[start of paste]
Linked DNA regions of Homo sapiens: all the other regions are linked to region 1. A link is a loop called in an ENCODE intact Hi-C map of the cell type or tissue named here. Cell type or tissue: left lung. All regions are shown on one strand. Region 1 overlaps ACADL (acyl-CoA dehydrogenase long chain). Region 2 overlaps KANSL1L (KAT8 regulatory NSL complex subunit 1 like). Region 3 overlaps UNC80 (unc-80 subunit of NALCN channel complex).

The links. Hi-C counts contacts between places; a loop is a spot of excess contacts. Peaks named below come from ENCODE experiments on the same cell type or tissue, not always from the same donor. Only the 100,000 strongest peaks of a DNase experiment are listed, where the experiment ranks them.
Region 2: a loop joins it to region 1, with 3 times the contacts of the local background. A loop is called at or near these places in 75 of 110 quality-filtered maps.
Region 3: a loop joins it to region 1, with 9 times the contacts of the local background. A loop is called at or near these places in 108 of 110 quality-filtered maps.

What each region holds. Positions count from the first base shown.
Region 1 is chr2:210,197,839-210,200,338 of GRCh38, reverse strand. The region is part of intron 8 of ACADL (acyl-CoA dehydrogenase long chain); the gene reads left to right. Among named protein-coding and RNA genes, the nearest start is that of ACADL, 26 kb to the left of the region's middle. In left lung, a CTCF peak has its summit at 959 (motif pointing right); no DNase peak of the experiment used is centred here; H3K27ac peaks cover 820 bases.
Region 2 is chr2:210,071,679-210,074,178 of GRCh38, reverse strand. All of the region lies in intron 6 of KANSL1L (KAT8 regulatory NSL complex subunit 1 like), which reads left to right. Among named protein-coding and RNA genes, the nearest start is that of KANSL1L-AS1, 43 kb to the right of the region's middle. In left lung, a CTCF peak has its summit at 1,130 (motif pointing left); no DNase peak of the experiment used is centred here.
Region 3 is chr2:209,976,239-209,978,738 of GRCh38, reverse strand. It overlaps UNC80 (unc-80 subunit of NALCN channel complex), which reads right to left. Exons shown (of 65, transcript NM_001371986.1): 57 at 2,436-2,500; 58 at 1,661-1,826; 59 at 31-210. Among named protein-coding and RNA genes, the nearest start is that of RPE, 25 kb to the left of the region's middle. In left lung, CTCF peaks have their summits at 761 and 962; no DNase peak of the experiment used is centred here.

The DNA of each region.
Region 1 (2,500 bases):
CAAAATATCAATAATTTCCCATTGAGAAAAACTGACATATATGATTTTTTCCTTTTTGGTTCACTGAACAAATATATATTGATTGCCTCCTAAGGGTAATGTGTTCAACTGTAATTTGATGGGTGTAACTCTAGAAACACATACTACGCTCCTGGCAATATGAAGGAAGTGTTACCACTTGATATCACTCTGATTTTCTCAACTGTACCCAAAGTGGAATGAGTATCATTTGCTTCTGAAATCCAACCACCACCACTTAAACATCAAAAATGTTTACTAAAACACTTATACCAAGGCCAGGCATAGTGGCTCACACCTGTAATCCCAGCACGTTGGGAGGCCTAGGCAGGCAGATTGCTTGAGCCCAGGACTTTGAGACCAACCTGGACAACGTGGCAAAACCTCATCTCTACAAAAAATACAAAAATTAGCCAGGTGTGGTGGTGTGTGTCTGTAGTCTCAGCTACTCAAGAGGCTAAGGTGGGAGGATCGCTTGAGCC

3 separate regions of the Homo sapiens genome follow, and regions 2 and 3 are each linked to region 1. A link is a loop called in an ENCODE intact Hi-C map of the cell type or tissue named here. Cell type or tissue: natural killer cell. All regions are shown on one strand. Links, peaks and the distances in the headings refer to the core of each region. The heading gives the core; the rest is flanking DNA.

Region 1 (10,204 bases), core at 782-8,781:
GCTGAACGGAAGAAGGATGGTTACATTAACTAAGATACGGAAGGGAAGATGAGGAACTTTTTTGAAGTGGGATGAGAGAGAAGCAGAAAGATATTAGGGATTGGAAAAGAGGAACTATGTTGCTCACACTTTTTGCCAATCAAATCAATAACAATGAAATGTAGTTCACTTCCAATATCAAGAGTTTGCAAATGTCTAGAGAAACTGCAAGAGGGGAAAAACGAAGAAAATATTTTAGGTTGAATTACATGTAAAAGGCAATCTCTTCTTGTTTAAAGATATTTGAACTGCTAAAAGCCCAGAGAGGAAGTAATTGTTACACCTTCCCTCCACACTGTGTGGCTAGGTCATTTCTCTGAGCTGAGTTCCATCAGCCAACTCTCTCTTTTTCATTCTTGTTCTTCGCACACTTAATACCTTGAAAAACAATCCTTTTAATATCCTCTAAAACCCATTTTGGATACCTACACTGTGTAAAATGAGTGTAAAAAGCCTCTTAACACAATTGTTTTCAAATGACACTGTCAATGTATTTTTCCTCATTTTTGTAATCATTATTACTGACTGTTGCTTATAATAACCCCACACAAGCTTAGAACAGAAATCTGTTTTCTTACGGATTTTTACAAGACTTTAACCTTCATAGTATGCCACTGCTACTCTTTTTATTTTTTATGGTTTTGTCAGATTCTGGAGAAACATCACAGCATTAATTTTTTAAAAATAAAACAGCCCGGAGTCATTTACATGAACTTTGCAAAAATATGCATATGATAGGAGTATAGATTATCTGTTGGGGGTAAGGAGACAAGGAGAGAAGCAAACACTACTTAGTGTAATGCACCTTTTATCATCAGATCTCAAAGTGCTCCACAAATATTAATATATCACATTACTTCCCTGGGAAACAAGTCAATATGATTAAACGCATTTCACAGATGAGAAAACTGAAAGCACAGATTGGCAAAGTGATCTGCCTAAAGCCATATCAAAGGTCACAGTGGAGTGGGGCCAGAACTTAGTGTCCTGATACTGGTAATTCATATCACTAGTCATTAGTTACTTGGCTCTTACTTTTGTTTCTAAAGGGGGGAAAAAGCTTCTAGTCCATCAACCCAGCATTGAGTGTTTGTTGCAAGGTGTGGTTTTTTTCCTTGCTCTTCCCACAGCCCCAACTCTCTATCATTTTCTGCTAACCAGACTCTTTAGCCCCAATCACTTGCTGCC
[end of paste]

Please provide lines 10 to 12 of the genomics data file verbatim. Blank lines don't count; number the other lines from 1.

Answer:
Region 1 (2,500 bases):
CAAAATATCAATAATTTCCCATTGAGAAAAACTGACATATATGATTTTTTCCTTTTTGGTTCACTGAACAAATATATATTGATTGCCTCCTAAGGGTAATGTGTTCAACTGTAATTTGATGGGTGTAACTCTAGAAACACATACTACGCTCCTGGCAATATGAAGGAAGTGTTACCACTTGATATCACTCTGATTTTCTCAACTGTACCCAAAGTGGAATGAGTATCATTTGCTTCTGAAATCCAACCACCACCACTTAAACATCAAAAATGTTTACTAAAACACTTATACCAAGGCCAGGCATAGTGGCTCACACCTGTAATCCCAGCACGTTGGGAGGCCTAGGCAGGCAGATTGCTTGAGCCCAGGACTTTGAGACCAACCTGGACAACGTGGCAAAACCTCATCTCTACAAAAAATACAAAAATTAGCCAGGTGTGGTGGTGTGTGTCTGTAGTCTCAGCTACTCAAGAGGCTAAGGTGGGAGGATCGCTTGAGCC

3 separate regions of the Homo sapiens genome follow, and regions 2 and 3 are each linked to region 1. A link is a loop called in an ENCODE intact Hi-C map of the cell type or tissue named here. Cell type or tissue: natural killer cell. All regions are shown on one strand. Links, peaks and the distances in the headings refer to the core of each region. The heading gives the core; the rest is flanking DNA.